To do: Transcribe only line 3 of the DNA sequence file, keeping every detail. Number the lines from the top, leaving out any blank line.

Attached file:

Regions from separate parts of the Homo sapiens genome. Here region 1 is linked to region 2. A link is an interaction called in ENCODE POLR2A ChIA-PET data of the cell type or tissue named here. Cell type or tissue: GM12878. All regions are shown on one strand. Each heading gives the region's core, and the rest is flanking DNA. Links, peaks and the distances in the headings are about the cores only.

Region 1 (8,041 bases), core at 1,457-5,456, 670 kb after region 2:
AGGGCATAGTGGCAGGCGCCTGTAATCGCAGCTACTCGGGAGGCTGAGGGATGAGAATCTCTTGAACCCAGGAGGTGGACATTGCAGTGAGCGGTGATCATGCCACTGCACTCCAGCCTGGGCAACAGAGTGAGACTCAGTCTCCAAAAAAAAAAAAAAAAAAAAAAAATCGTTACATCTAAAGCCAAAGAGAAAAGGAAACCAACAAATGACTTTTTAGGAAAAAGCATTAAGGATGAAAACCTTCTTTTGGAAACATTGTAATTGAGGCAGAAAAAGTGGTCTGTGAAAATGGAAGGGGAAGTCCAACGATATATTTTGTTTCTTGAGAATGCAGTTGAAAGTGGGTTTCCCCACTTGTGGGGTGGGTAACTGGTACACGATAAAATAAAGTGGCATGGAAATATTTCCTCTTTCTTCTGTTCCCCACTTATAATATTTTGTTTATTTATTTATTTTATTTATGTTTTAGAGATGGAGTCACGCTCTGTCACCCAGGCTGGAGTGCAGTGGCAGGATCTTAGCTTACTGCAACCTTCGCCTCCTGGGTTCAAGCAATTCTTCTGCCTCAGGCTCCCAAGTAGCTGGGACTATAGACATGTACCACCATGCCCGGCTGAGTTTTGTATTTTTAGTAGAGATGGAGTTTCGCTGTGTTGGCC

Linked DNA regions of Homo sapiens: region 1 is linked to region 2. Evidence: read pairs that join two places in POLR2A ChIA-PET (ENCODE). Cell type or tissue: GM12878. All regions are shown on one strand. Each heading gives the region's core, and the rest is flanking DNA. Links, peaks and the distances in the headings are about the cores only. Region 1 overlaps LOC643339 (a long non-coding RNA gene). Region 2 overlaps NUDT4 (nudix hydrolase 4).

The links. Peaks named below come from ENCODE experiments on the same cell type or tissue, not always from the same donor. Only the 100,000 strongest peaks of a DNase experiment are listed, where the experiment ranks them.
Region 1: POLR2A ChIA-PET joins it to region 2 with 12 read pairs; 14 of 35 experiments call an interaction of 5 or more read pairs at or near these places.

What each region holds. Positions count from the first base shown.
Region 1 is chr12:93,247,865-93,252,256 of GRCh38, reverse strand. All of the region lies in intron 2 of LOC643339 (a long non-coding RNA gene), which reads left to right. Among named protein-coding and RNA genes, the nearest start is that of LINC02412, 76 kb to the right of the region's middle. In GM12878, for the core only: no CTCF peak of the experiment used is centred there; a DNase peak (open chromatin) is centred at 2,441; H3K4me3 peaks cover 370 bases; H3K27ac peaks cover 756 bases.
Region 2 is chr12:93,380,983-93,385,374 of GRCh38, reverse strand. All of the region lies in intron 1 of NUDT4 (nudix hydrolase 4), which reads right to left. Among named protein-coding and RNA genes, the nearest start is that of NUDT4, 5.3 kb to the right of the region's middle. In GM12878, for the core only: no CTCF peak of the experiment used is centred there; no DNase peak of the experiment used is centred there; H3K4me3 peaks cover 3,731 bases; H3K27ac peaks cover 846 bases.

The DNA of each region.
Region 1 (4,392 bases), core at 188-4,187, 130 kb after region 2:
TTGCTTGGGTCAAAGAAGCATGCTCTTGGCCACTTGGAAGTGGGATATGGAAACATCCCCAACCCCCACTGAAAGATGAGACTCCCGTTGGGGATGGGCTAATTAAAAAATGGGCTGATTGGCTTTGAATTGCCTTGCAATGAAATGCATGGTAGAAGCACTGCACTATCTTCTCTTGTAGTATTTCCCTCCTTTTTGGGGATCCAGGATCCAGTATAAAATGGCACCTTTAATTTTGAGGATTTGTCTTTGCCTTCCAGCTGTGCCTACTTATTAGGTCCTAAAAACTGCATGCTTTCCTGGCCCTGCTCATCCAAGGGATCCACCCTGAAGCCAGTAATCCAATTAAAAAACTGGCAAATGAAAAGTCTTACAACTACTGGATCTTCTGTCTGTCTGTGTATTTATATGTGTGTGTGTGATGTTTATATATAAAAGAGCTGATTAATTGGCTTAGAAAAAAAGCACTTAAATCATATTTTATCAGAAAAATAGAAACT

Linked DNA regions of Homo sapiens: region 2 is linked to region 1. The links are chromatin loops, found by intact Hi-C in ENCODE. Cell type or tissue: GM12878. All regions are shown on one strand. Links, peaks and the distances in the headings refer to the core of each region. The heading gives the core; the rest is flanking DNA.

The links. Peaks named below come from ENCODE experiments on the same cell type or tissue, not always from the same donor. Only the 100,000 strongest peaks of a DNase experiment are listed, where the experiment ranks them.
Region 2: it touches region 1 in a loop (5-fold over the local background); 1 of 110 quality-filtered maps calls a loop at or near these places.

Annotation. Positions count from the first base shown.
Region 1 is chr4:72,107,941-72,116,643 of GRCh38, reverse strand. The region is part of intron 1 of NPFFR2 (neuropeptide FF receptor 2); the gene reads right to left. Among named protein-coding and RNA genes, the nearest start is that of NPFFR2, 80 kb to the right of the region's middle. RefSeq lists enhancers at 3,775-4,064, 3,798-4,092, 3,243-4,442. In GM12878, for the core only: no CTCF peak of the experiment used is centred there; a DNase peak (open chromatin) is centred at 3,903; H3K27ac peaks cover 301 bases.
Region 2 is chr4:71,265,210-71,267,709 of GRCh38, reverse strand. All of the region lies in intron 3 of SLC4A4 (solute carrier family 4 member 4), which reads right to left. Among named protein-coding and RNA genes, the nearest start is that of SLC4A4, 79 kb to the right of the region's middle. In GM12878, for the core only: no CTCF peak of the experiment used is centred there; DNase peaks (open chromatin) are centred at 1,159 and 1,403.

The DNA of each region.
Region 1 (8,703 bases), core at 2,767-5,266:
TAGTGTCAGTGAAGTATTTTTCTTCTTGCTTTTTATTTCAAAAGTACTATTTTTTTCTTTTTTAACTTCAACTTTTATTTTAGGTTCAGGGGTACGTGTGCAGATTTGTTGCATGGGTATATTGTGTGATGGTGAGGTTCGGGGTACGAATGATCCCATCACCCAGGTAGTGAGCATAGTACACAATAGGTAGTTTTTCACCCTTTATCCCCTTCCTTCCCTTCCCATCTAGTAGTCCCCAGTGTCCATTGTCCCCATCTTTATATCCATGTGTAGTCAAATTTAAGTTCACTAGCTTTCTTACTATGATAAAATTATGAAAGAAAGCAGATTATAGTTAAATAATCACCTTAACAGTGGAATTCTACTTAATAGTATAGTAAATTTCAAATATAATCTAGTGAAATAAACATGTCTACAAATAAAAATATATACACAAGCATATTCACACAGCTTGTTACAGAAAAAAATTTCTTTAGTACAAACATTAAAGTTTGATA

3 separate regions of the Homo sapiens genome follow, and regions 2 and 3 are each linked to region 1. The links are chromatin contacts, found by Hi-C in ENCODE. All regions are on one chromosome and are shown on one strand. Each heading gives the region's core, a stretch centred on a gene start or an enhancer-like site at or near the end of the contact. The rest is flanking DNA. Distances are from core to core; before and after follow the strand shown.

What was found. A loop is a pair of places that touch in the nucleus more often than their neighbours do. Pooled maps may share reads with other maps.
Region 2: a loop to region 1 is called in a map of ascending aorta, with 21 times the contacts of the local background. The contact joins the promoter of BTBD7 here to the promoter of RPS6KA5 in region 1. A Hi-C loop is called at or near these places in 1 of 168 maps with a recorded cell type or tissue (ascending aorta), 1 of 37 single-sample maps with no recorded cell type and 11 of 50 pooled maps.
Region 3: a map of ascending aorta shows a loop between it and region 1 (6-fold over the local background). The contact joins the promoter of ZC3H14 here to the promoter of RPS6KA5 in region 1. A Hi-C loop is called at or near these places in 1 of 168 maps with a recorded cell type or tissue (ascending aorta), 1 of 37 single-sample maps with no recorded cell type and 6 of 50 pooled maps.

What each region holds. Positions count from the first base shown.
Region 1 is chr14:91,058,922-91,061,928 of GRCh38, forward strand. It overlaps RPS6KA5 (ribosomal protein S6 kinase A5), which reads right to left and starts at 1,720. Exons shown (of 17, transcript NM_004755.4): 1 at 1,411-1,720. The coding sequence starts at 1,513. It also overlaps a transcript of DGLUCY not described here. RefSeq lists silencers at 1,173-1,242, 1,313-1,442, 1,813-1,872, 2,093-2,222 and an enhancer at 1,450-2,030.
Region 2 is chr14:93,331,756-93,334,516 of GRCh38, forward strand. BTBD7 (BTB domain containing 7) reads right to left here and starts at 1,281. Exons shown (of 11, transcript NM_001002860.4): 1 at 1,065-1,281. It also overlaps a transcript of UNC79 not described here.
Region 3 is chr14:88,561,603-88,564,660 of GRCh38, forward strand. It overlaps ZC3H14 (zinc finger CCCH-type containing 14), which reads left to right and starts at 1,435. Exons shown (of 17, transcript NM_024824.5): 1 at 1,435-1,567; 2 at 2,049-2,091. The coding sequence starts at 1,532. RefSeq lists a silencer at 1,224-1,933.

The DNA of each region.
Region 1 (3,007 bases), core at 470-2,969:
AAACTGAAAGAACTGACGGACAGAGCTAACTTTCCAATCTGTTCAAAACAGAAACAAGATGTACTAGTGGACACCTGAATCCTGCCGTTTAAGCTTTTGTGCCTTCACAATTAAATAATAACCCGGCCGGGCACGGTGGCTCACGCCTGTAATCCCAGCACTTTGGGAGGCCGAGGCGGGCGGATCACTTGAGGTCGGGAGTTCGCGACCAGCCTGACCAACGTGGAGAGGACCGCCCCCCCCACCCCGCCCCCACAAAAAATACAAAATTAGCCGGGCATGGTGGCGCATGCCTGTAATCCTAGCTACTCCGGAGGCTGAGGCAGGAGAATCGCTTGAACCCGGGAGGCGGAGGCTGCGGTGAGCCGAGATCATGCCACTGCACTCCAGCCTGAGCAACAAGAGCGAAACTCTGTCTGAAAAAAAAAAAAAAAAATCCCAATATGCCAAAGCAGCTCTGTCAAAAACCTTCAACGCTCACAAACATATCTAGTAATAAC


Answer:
AGGGCATAGTGGCAGGCGCCTGTAATCGCAGCTACTCGGGAGGCTGAGGGATGAGAATCTCTTGAACCCAGGAGGTGGACATTGCAGTGAGCGGTGATCATGCCACTGCACTCCAGCCTGGGCAACAGAGTGAGACTCAGTCTCCAAAAAAAAAAAAAAAAAAAAAAAATCGTTACATCTAAAGCCAAAGAGAAAAGGAAACCAACAAATGACTTTTTAGGAAAAAGCATTAAGGATGAAAACCTTCTTTTGGAAACATTGTAATTGAGGCAGAAAAAGTGGTCTGTGAAAATGGAAGGGGAAGTCCAACGATATATTTTGTTTCTTGAGAATGCAGTTGAAAGTGGGTTTCCCCACTTGTGGGGTGGGTAACTGGTACACGATAAAATAAAGTGGCATGGAAATATTTCCTCTTTCTTCTGTTCCCCACTTATAATATTTTGTTTATTTATTTATTTTATTTATGTTTTAGAGATGGAGTCACGCTCTGTCACCCAGGCTGGAGTGCAGTGGCAGGATCTTAGCTTACTGCAACCTTCGCCTCCTGGGTTCAAGCAATTCTTCTGCCTCAGGCTCCCAAGTAGCTGGGACTATAGACATGTACCACCATGCCCGGCTGAGTTTTGTATTTTTAGTAGAGATGGAGTTTCGCTGTGTTGGCC